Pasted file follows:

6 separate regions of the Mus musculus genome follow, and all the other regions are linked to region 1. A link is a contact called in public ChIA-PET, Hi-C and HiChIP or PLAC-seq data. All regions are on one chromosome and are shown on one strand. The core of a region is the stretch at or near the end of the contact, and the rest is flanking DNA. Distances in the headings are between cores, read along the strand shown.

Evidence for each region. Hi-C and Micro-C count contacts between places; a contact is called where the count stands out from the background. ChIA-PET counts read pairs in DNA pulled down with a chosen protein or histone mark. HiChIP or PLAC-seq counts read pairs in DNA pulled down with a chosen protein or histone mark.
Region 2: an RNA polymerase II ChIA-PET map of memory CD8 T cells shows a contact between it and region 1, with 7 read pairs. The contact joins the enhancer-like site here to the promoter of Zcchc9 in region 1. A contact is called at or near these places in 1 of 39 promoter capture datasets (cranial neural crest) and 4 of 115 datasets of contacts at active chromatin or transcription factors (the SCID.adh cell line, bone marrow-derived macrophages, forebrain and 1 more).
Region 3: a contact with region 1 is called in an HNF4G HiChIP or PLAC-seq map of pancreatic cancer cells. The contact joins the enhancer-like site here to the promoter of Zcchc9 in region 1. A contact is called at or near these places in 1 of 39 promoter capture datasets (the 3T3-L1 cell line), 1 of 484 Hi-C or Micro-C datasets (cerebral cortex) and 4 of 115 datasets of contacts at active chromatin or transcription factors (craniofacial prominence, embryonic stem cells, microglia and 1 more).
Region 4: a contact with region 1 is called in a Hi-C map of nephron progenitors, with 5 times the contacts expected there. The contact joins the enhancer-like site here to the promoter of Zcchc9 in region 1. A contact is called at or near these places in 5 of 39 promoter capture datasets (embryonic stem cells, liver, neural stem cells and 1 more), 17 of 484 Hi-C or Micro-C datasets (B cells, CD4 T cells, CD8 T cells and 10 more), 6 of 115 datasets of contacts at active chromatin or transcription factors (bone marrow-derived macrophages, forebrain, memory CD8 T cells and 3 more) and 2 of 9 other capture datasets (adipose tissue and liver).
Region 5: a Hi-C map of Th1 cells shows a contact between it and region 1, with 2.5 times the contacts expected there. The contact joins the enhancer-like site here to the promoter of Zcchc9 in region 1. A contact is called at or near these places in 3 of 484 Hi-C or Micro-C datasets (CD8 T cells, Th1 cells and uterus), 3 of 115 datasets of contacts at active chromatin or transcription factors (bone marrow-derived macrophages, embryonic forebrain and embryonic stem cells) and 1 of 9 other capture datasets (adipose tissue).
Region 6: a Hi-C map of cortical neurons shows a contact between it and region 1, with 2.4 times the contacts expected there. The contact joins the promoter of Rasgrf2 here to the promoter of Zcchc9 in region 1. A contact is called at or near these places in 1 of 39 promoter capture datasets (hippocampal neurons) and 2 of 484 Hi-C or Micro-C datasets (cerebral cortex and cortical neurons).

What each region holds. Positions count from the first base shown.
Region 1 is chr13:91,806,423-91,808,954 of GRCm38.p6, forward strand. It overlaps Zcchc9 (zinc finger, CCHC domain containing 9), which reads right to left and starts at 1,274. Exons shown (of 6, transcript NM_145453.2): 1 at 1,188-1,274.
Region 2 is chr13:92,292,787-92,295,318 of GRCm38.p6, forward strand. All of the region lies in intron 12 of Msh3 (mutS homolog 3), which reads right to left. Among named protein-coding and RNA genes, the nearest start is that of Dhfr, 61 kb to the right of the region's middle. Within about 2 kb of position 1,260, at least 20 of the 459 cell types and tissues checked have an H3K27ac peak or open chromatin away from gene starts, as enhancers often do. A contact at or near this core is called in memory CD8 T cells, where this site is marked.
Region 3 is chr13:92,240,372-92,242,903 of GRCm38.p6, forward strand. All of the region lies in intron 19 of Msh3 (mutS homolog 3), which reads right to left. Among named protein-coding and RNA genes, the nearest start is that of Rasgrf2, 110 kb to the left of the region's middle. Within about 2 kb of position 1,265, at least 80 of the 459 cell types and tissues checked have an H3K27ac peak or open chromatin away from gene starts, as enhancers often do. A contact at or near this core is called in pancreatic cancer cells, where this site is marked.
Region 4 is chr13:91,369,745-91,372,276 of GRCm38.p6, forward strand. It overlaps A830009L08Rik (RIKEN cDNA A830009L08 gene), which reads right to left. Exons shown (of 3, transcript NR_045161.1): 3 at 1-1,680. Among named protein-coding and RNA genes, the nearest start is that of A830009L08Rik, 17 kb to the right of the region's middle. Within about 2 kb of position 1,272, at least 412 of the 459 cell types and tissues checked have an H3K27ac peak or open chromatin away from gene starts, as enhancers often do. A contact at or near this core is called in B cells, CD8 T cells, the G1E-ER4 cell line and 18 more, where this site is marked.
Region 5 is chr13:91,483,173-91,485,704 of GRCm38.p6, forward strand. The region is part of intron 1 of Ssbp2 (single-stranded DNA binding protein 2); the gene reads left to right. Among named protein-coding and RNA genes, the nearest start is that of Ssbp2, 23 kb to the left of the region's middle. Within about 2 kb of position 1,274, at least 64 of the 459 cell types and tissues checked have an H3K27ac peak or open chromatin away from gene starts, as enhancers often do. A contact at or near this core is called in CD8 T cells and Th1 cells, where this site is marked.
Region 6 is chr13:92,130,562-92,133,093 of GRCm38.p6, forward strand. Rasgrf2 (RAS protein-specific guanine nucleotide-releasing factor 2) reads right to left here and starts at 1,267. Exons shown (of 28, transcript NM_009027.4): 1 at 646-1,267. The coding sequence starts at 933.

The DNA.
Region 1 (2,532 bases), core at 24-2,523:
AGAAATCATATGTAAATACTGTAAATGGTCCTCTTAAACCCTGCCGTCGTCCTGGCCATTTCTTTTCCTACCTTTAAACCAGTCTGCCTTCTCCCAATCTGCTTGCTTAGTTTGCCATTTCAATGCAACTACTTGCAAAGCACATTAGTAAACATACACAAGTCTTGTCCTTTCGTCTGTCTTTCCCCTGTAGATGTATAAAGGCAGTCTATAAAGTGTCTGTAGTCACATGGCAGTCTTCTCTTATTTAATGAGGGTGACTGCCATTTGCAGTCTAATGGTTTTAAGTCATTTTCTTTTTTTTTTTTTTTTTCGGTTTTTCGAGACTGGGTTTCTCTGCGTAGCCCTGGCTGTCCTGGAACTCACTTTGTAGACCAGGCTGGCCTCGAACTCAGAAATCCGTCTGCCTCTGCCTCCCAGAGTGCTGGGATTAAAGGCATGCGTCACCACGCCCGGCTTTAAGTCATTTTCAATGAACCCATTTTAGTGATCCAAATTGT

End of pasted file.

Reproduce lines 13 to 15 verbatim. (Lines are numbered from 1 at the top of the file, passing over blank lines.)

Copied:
Region 5 is chr13:91,483,173-91,485,704 of GRCm38.p6, forward strand. The region is part of intron 1 of Ssbp2 (single-stranded DNA binding protein 2); the gene reads left to right. Among named protein-coding and RNA genes, the nearest start is that of Ssbp2, 23 kb to the left of the region's middle. Within about 2 kb of position 1,274, at least 64 of the 459 cell types and tissues checked have an H3K27ac peak or open chromatin away from gene starts, as enhancers often do. A contact at or near this core is called in CD8 T cells and Th1 cells, where this site is marked.
Region 6 is chr13:92,130,562-92,133,093 of GRCm38.p6, forward strand. Rasgrf2 (RAS protein-specific guanine nucleotide-releasing factor 2) reads right to left here and starts at 1,267. Exons shown (of 28, transcript NM_009027.4): 1 at 646-1,267. The coding sequence starts at 933.

The DNA.